Multiple Alleles: Definition, Types, and Examples

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What is Multiple Alleles?

Alleles are genetic pairs that share a locus, which is a specific place on a chromosome. A gene in a diploid organism usually contains just two alleles. Multiple allelism is a condition in which a gene exists in more than two allelic variants. Allelism is the term used to describe any of a gene’s numerous variations. Hereditary variations are caused by these genetic differences, which are generally caused by mutation.

Each gene, according to Gregor Mendel, should contain just two alleles. Alleles are gene variants that come in two or more forms. Each gene is passed down in two forms, one from each parent. As a result, having two distinct alleles for a characteristic is also a possibility.

Heterozygous offspring have genotypes made up of various alleles of a gene, whereas homozygous offspring have genotypes made up of the same alleles (i.e., of a gene for a certain characteristic). Multiple allele characteristics may occur at the population level, despite the fact that humans (and other diploid creatures) can only have two alleles for any particular gene in genetics. As a result, many alleles play an essential role in fostering diversity within a species.

A particular chromosomal locus was inhabited by two unique sorts of gene alternatives in Mendelian inheritance-one dominant and one recessive. Both of these options are alleles of the same gene. However, there are times when there are more than two options (alleles) available to a population. When different versions of the same gene exist in the population, this is referred to as “multiple allelism.” Multiple alleles refer to three or more variations of the same gene.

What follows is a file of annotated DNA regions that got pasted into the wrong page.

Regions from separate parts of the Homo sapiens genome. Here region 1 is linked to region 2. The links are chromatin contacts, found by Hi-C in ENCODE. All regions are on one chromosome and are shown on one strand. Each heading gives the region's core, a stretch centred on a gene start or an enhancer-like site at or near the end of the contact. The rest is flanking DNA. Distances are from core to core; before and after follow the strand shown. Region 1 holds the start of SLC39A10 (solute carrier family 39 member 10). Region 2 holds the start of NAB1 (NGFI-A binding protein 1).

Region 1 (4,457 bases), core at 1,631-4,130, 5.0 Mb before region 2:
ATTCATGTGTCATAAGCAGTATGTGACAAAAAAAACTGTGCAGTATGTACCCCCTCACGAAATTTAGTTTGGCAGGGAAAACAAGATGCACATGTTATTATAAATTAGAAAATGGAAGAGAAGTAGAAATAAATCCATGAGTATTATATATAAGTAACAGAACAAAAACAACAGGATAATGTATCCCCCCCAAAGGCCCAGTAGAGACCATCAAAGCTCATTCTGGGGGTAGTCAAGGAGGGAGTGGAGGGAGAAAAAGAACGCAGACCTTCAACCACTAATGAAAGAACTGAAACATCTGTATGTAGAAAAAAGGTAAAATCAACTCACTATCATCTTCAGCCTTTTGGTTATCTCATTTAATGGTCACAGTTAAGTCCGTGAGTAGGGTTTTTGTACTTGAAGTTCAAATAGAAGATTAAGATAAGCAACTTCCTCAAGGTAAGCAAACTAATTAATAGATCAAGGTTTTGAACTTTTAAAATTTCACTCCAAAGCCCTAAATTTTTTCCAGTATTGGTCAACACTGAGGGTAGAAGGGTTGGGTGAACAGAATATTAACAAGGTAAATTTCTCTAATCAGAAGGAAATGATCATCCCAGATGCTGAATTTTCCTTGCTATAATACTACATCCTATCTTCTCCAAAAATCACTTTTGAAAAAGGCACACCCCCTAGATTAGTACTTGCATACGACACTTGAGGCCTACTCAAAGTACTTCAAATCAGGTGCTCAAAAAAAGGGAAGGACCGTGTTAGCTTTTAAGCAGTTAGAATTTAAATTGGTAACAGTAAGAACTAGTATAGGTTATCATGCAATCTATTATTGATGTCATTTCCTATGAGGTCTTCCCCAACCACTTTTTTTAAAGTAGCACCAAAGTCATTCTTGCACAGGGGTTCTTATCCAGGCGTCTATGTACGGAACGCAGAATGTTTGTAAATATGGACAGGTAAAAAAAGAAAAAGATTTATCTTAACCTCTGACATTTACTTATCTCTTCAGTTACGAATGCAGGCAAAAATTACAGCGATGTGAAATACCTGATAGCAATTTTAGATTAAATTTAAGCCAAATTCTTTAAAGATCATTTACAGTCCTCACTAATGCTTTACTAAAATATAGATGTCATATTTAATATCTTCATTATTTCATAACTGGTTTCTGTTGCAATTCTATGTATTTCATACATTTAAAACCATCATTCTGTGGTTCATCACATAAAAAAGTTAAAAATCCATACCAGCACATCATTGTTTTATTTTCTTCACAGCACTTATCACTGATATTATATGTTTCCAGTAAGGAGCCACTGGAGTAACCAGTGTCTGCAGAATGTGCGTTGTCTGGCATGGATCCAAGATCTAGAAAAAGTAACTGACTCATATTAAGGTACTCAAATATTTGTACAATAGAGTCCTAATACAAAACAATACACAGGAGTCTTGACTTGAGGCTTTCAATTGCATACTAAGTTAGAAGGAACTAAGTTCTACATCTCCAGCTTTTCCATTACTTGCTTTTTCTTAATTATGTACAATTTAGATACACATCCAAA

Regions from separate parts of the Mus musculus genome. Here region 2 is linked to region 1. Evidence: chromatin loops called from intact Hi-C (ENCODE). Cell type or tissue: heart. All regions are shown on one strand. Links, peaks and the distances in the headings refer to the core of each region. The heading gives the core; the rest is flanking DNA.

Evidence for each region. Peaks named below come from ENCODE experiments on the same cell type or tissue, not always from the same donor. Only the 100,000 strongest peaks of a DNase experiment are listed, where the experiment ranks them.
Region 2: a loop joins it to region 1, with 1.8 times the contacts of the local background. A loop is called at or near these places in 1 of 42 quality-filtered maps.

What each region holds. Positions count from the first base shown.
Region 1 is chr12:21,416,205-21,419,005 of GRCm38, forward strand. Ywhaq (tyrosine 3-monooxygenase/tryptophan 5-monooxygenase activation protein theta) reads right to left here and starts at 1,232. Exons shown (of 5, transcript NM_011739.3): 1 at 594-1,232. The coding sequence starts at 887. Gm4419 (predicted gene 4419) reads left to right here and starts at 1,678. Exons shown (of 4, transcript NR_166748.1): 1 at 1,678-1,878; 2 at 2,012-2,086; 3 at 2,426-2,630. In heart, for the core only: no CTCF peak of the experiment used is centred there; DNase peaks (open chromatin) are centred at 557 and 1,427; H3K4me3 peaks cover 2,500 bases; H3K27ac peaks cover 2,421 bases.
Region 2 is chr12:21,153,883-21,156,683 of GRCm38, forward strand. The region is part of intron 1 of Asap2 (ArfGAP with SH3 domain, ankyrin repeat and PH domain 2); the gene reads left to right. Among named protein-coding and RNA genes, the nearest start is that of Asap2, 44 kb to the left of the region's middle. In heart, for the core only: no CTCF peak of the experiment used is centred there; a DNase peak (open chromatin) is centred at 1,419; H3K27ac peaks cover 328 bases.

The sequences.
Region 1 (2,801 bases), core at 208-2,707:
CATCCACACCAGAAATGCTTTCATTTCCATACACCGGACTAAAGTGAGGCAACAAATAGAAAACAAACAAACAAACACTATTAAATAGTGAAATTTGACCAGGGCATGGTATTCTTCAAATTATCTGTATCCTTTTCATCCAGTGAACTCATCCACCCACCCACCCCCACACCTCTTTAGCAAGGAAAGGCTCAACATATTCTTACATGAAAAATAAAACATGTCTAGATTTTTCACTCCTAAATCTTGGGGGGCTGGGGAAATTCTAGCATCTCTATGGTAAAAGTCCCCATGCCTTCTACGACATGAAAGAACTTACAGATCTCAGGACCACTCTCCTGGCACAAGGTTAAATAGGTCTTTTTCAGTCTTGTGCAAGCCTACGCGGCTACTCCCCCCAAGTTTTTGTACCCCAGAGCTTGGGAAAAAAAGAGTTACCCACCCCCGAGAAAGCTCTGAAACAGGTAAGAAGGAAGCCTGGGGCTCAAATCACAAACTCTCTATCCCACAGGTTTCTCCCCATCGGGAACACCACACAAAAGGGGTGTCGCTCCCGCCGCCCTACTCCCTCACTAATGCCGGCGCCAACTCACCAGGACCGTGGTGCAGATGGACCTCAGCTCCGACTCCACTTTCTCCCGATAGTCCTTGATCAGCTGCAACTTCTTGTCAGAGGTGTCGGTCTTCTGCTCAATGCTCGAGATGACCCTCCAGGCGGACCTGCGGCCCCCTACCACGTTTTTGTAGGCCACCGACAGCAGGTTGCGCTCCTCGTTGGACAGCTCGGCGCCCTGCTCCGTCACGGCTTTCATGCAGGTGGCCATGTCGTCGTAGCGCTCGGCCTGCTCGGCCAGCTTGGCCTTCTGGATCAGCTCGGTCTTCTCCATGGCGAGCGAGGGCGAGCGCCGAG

Multiple Alleles Definition

A gene with three or more alleles. Multiple allelism is a biological term that refers to the existence of multiple alleles. The ABO blood group system in humans is one example. IA, IB, and IO are the three allelic variants of human gene I (I stands for “isohaemagglutinin”). On the cell surface of RBCs, IA and IB generate type A and type B antigens, respectively, but IO (or I) is a recessive allele that does not produce antigens. A child with both IA and IB genes, for example, will have blood type AB, while those with IOIO (or ii) will have blood type O.

Multiple Alleles Examples

Let’s look at some examples of many alleles to help us comprehend the notion better.

i. Cat Coat Color

Domestic cats have been bred for thousands of years to produce a wide range of coat colours. The gene that determines the cat’s coat colour appears to have several variations, since coat colours range from black to orange to brown to white. This indicates that the coat colour is determined by many alleles.